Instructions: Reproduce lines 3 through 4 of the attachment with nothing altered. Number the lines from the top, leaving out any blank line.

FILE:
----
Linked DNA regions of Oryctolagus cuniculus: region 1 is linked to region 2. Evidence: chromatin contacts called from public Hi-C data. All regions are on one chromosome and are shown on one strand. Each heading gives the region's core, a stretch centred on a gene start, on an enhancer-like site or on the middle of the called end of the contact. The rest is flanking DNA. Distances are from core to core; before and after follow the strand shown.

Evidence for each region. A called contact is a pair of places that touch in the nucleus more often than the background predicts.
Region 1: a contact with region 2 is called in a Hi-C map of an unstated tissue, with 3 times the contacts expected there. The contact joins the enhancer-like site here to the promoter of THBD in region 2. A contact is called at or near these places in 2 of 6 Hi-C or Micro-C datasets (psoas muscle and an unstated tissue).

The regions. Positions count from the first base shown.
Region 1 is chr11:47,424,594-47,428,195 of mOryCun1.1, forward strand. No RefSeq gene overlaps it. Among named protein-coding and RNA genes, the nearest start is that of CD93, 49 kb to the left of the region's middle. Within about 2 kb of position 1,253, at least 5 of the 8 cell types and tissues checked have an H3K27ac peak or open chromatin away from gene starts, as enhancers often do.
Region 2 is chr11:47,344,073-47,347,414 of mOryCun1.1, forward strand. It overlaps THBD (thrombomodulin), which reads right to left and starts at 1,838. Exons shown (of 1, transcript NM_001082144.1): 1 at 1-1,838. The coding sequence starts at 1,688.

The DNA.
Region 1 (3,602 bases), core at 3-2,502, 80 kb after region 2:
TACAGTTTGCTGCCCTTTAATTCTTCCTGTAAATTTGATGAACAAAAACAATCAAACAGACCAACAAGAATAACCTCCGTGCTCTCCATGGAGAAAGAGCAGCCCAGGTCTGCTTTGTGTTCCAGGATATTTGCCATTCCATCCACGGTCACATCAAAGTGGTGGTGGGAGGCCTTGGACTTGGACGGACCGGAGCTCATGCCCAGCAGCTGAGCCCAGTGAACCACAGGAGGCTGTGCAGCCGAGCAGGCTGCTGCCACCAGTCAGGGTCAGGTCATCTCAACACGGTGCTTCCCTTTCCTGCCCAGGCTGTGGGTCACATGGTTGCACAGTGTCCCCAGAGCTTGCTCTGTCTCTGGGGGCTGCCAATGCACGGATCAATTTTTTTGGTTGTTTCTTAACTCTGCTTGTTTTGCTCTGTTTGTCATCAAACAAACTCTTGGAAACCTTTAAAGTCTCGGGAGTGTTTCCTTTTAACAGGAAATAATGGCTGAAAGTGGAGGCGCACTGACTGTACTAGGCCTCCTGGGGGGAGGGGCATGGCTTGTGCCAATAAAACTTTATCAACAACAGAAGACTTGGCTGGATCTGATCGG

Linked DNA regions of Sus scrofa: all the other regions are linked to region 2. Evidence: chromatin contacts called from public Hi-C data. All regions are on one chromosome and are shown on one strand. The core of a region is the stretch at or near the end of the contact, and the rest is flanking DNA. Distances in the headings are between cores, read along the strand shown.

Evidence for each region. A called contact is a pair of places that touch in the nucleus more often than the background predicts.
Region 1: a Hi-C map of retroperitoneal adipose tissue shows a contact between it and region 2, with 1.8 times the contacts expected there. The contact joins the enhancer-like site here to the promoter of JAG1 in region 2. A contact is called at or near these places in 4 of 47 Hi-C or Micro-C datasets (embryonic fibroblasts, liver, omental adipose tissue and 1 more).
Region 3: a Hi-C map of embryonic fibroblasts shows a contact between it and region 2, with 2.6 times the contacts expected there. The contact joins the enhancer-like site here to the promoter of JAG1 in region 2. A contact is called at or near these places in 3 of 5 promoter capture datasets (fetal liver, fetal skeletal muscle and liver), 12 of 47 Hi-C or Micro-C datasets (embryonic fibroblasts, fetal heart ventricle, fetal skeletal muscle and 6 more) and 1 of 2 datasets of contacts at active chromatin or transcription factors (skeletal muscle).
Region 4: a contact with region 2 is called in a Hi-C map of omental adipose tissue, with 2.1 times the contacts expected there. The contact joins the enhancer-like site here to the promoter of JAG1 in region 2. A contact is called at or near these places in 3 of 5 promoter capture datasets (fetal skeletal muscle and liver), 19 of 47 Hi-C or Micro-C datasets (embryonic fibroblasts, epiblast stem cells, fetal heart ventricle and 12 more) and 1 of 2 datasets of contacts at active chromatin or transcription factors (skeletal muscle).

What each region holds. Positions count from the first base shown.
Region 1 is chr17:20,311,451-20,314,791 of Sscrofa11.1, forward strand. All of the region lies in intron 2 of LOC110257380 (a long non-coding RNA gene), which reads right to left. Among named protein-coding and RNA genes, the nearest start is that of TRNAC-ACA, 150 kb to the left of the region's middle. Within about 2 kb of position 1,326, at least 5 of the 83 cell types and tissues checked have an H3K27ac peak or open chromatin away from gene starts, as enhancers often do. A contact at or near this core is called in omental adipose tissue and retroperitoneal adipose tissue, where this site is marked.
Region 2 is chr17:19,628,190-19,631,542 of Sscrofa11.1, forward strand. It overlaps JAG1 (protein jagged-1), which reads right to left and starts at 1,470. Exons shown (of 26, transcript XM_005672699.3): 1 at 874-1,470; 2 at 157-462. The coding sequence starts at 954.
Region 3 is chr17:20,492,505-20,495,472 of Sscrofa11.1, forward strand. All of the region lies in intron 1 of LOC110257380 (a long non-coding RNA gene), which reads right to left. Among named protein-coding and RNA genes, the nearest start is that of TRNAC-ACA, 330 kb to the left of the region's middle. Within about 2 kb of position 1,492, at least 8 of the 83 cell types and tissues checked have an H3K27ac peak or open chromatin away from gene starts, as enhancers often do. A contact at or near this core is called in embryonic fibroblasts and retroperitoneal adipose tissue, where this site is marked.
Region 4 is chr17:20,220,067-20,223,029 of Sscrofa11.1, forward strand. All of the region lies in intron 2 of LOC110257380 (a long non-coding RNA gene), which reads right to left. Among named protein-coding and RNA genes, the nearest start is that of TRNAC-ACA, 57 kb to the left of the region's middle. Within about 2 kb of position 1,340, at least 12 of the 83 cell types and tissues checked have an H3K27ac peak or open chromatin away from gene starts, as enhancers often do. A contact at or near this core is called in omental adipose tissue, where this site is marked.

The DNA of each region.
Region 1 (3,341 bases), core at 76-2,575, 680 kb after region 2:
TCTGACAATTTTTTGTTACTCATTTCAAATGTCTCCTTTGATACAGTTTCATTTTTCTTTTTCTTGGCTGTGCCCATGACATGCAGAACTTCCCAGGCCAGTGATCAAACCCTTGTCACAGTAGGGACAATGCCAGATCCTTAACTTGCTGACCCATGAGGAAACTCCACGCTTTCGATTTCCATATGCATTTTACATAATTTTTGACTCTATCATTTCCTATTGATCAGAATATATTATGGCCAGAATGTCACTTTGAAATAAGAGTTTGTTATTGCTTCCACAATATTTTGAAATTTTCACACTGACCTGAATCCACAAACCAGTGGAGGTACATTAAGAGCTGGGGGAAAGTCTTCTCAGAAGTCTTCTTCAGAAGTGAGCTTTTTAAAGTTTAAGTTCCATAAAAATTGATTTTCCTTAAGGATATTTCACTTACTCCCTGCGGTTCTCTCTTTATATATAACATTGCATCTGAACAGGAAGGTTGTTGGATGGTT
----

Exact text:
Region 1: a contact with region 2 is called in a Hi-C map of an unstated tissue, with 3 times the contacts expected there. The contact joins the enhancer-like site here to the promoter of THBD in region 2. A contact is called at or near these places in 2 of 6 Hi-C or Micro-C datasets (psoas muscle and an unstated tissue).

The regions. Positions count from the first base shown.